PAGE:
The Commission gave very great thought to this matter. It considered very seriously the suggestion put forward by Father David Arms, a member of the Charter process. He favoured a system under which each voter voted for one person only (the last possibility in the list above). One way of doing this would be for the individual to mark a single name on a ballot paper that included every candidate of every party contesting the constituency. Such a system has been adopted in a few countries.
The Commission rejected this idea. A ballot paper that listed every candidate for every party would be enormous. A Division might have as many as 24 seats. If 10 parties contested this would mean a ballot paper with 240 names. It would be very complex, and hard for voters to find the name they wanted to vote for.
The same objection about unwieldy ballot papers and a cumbersome process would apply to the second possibility (which it seems the Attorney-General has expressed support for).
An alternative method for indicating a single vote would involve the voter simply filling in the number of the preferred candidate on a simple sheet. The voter would know the number of the preferred candidate either because they were well prepared in advance or because at the polling station there was a list of all the candidates, each with a number. This would also be complicated. Most voters would want to check the number on the list in the polling station before writing it onto the ballot paper. This would cause anxiety and take time.
More important than complexity was the fact that research shows that all open list systems tend to encourage voting on ethnic lines. The tendency to vote for “our” person would be greatest in a “one-vote” system.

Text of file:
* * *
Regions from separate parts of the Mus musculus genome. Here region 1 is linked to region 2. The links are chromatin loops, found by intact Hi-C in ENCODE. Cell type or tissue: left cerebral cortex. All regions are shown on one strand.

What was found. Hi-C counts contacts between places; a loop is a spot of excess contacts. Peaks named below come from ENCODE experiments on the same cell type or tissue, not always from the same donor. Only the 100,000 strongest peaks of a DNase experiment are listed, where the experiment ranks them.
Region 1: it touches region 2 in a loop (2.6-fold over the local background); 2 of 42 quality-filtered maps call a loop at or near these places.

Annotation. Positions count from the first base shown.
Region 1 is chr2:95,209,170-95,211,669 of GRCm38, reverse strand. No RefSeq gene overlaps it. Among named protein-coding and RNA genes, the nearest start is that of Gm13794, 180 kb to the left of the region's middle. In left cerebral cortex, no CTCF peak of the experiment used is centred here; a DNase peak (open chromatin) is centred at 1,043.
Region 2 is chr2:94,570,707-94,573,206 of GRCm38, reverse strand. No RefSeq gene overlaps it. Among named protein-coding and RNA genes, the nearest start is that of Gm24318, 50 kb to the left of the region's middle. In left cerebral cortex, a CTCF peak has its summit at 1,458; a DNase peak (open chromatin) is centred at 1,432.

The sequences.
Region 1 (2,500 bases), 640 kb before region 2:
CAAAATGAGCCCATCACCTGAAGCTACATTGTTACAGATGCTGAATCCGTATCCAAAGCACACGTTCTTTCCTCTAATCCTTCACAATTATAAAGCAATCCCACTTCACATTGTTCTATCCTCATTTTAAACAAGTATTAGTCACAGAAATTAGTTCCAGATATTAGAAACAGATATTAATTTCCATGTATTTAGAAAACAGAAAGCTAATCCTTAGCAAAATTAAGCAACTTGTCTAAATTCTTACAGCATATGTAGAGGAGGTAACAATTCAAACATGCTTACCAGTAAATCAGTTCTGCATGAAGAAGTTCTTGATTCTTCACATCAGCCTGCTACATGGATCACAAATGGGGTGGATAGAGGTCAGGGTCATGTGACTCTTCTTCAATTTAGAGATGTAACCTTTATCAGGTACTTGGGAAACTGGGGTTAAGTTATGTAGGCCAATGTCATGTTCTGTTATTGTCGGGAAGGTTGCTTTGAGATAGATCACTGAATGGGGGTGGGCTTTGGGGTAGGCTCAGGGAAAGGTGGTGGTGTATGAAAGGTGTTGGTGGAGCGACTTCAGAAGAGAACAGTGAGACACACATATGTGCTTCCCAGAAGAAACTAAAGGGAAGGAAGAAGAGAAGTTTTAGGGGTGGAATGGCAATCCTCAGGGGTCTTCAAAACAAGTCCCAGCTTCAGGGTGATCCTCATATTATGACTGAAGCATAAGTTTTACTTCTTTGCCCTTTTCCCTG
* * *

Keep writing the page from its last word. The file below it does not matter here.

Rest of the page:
For this reason the Commission feared that open list systems would not satisfy the Decree requirement of non-ethnic voting, nor would it satisfy the Commission itself, which believed that the system should indeed discourage ethnic voting of this sort.
Summarising the proposal in the Draft (Chapter 8)
· The country is divided into 4 electoral districts using the existing divisions (Central, Eastern, Western and Northern); 60 of the 71 seats in the House of Representatives are divided between the districts according to population. The remaining 11 seats are “compensatory” seats, used to ensure that each party gets a share of seats that is in proportion to the votes that it received nationally.
· According to population (with the exception of the Eastern Division), the seats are divided as follows:
o 24 for Central
o 22 for Western
o 9 for Northern
o 5 for Eastern.
· Eastern is given 5 seats, not the 3 that its population would suggest, because it is made up of smaller scattered islands. With 5 seats it will be easier for the people in Eastern to have proper contact with their MPs. This won’t affect how the votes for parties are reflected in the number of seats in Parliament because the 11 compensatory seats will balance things out.
· Any party that wishes to put forward candidates in a constituency must produce a list of its candidates in order of preference.
· To ensure that a reasonable number of women are elected, the Draft requires that all the party lists include women. To begin with, the Draft requires women to be included in the lists in a way that will ensure that nearly one third of the seats are given to women. After the 2nd elections the provisions in the Draft mean that women will get very nearly half the seats in Parliament.